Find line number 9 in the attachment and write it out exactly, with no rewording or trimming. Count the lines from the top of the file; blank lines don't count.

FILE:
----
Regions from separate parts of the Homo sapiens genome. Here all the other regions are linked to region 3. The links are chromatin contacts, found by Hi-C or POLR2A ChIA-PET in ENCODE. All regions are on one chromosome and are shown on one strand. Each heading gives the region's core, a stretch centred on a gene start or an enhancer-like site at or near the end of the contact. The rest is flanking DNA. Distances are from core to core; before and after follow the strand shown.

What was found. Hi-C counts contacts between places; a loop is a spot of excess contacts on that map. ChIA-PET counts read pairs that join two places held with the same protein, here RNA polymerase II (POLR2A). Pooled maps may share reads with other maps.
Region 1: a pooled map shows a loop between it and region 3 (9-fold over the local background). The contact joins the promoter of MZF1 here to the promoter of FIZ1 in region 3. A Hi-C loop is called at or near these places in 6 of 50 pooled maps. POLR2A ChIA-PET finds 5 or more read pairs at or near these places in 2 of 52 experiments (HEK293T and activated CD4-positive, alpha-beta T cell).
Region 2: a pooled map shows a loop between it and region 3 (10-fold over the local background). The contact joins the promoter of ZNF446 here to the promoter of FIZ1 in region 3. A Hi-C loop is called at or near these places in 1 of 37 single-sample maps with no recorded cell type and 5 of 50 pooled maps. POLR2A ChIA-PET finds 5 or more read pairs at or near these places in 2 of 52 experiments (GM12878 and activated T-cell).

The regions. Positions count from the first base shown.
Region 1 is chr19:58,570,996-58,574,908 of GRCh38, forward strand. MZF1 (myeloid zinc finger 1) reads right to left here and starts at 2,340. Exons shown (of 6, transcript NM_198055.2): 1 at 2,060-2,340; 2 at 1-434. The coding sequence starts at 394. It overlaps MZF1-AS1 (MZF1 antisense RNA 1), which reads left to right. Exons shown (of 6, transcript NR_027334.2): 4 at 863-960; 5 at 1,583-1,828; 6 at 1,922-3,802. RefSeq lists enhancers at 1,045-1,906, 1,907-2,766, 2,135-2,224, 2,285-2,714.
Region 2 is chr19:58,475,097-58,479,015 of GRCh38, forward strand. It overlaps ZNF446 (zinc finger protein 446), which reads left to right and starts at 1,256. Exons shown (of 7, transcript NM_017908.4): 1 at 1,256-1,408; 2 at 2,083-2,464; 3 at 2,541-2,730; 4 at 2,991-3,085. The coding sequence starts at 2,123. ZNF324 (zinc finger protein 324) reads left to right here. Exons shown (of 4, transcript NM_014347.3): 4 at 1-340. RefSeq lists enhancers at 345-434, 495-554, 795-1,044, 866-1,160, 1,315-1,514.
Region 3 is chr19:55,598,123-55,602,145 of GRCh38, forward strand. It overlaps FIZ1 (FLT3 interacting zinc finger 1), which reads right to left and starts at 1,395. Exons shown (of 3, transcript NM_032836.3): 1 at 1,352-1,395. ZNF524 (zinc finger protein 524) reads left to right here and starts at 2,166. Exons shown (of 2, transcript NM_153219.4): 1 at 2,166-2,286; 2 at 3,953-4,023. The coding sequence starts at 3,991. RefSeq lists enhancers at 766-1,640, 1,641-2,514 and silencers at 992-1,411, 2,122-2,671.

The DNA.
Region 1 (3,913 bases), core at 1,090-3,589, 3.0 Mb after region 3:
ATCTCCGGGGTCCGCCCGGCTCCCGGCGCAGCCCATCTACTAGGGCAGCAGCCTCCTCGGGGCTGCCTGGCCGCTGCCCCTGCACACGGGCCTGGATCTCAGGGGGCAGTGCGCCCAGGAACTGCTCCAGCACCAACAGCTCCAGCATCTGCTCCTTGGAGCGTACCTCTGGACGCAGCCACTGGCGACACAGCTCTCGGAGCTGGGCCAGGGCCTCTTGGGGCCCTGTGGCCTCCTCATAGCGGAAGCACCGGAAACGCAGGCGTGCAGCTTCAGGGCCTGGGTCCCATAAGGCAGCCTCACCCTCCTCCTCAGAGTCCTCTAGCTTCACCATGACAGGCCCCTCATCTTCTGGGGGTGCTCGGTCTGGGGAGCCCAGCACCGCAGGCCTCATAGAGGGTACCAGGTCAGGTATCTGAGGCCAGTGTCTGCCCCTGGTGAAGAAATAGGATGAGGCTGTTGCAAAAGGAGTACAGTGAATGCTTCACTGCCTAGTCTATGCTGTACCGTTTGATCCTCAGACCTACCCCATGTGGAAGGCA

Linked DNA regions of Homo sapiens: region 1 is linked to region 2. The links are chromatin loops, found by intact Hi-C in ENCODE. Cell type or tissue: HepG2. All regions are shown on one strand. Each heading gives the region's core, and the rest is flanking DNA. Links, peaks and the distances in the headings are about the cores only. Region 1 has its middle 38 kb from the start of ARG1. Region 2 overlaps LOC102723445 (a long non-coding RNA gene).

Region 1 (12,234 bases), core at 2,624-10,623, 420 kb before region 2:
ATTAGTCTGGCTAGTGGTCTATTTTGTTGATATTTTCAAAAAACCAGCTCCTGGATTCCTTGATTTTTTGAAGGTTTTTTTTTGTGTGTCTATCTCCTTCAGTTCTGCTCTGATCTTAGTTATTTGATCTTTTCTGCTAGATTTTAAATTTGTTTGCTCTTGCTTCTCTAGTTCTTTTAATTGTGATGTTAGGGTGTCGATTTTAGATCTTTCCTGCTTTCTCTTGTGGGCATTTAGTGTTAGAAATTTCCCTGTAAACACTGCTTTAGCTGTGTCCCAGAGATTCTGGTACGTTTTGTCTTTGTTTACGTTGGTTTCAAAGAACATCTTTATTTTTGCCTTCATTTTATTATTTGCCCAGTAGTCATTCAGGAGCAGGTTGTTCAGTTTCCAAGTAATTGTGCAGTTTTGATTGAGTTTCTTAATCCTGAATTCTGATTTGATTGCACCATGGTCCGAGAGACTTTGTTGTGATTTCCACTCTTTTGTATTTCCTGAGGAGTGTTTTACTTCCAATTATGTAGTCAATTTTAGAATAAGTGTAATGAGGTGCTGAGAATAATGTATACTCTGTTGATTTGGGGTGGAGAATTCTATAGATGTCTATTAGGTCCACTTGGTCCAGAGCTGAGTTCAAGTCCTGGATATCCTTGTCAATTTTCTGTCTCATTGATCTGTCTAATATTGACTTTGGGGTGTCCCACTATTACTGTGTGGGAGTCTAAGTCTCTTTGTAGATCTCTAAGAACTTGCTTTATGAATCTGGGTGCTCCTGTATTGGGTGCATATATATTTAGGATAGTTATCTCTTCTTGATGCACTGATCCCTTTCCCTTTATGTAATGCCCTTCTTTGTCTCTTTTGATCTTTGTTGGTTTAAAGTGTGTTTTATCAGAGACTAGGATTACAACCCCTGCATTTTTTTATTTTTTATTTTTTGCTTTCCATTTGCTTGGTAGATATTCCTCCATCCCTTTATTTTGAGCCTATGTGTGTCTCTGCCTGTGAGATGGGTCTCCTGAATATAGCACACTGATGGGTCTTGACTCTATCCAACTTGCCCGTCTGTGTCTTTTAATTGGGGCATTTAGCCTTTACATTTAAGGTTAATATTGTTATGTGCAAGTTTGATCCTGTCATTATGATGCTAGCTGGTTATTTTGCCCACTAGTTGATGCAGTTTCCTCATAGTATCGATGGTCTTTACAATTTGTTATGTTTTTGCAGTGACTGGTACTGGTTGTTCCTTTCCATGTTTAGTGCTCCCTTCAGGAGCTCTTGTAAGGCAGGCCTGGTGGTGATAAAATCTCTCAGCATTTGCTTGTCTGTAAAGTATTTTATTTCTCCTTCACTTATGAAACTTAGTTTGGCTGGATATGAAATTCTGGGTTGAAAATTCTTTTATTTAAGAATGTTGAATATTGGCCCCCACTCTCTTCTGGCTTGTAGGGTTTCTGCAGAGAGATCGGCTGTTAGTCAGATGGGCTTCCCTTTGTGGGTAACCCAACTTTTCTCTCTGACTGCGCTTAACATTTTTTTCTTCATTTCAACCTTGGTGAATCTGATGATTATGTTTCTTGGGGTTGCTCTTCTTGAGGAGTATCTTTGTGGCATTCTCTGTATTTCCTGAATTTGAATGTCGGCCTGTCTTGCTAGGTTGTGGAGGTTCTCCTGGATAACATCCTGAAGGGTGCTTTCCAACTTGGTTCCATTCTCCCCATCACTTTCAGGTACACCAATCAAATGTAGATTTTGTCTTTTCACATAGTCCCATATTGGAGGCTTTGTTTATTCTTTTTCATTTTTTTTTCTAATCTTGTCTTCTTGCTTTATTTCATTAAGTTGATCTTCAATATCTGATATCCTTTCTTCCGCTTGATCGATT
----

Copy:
The DNA.